HBR Blog Network • 17 October 2012
The downside of smart. Strategy consultant Roger Martin describes how he came to the conclusion that smarter isn't necessarily better when hiring personnel. The problem? Very smart people are often "brittle": "When something goes wrong, rather than reflect on what they might have done to contribute to the error, they look entirely outside themselves for the causes and blame outside forces . . . rather than learn from error, they doom themselves to repeat them." His conclusion? Too much of a good thing is too much.
This is his atonement for having once lived by the mantra "Dumb is forever." The best thing about the article, however, is the 1991 article that inspired it—"Teaching Smart People How to Learn" by Chris Argyris. (It's behind a Harvard Business Review registration hurdle but you can also find it here.) It explains a lot about why organizational change is especially hard in enterprises where there are lots of smart people. Libraries? Universities? (Michalko)
Wired • 17 October 2012
Innovation to the max. Google is widely known for its sophisticated algorithms and pioneering data mining techniques, but journalist Steven Levy offers a peek into Google's lesser-known innovations in server and data center design, energy savings and data security. This is a great example of a company that takes nothing for granted.
Wow. Gobsmacking scale. Google data centers may be a 1.2 against a perfect 1.0 power usage effectiveness (PUE) score but most aren't even close. If you haven't read The New York Times two-part series on The Cloud Factories: "Power, Pollution and the Internet," do it now. (Michalko)
Hub Magazine • September-October 2012
All-in-one. Retailing expert Bill Bishop emphasizes the importance of cross-channel message alignment: "While the technical challenges of aligning information across channels are specific to each platform, it was probably a mistake for us to get caught up in the alphabet soup of ecommerce, s-commerce, m-commerce, etc. From the consumers' point-of-view, it's all just shopping, no matter which technology they're using." Check out these tips for communicating effectively in a multichannel landscape.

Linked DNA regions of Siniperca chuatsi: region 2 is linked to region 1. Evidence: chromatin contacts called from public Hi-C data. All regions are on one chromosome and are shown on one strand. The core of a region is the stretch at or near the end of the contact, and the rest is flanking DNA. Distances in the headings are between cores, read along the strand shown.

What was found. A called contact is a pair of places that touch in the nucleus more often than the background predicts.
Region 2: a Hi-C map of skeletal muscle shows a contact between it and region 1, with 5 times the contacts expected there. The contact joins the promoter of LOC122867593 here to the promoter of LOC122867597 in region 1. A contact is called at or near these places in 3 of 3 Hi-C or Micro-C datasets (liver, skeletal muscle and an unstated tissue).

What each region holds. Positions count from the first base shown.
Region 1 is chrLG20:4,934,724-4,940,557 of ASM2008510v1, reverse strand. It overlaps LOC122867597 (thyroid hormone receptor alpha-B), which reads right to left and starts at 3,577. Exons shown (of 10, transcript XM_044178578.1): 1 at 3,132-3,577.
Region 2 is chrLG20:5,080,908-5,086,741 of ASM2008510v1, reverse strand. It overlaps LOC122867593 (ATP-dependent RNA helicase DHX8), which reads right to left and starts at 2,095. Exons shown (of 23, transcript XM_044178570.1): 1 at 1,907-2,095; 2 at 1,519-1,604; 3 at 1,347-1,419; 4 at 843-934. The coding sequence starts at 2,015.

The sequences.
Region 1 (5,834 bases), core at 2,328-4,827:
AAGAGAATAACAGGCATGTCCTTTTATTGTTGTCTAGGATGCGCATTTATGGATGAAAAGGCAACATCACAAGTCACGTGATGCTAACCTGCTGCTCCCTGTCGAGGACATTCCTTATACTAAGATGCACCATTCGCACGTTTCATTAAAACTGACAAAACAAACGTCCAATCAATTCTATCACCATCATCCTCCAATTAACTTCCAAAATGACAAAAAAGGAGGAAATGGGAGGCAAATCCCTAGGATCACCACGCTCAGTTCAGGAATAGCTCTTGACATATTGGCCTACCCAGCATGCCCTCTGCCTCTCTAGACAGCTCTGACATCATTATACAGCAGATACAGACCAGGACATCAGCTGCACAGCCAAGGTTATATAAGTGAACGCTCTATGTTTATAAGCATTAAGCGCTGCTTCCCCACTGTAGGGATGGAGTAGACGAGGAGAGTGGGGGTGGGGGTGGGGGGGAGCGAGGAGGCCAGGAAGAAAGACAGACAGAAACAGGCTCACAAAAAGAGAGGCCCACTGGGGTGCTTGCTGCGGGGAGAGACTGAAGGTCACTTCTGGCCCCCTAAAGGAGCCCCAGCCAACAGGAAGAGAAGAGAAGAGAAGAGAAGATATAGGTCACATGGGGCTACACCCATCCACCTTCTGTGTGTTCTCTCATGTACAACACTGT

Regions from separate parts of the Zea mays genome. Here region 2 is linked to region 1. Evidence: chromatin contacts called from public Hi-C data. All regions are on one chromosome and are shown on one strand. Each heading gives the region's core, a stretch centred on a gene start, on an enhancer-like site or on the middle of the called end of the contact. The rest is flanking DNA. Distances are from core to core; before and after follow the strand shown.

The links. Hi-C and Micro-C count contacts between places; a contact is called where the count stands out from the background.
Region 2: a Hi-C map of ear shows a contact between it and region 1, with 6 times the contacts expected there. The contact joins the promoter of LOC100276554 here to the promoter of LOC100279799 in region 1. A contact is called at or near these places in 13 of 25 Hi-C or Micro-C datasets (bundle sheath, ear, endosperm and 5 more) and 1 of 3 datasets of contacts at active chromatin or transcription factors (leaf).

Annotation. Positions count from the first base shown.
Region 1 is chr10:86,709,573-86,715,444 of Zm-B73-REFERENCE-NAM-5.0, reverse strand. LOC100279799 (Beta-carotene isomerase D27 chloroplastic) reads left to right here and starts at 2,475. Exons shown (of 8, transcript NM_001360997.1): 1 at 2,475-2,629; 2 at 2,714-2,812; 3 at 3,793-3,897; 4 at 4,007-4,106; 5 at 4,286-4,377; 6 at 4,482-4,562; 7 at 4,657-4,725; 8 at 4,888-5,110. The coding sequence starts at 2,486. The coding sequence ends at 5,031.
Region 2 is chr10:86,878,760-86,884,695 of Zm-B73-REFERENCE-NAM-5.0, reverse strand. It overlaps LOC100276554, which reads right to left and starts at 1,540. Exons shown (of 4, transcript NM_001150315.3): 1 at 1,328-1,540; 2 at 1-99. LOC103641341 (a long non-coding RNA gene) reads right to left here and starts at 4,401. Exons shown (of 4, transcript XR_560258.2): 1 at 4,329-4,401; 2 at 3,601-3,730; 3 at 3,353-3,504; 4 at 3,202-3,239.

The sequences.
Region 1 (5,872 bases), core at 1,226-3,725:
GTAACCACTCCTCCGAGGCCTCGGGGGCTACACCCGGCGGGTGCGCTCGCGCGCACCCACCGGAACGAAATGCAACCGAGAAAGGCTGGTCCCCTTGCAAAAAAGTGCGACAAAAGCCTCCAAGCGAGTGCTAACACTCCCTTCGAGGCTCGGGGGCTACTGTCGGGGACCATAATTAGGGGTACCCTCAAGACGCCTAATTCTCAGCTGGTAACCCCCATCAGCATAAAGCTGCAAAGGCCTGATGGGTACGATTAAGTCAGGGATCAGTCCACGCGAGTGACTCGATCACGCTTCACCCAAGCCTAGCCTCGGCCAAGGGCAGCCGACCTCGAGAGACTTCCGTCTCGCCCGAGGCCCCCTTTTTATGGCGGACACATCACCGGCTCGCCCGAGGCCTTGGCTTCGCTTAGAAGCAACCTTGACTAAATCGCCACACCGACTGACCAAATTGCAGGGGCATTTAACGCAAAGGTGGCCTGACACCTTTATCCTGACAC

A little imagination and this article is an apt analogy with library electronic information offerings and the long-established physical place and collections. (Michalko)
The Atlantic • 18 October 2012
For linguistics lovers. Google's Ngram Viewer—an online tool aimed at tracing the history of word usage—has just gotten better. The text corpus has been expanded, eight languages are represented, the faulty metadata has been tweaked for accuracy, and an additional tagging project now links each word to its grammatical use—for instance, users can identify when the word impact morphed from a noun to an overused verb. Check out this "showcase for some cutting-edge work in converting mountains of 'noisy' text into orderly streams of language data."
A fascinating time sink when it first was made available to all of us dabblers. This improved version invites a new round of curious frittering. (Michalko)
The Global Mail • 11 October 2012
Book it. Novelist Geraldine Brooks reveals her own personal book-shelving quirks. Like most casual cataloguers, she starts with the alphabet but then she factors in books' social compatibility: How do they feel about their spine-by-spine positioning? Would they enjoy being seated together at a dinner party? Check out Brooks' notions about literary matchmaking, conflict resolution and "punishment shelves."
Clever or precious? How you come out on that would determine where you'd sit at any dinner party I organize. (Michalko)
Above the Fold Quiz
According to an item in this week's News and Views section, national authority files currently do not include authors who only write journal articles, or researchers who don't publish but do what instead?
Get the answer.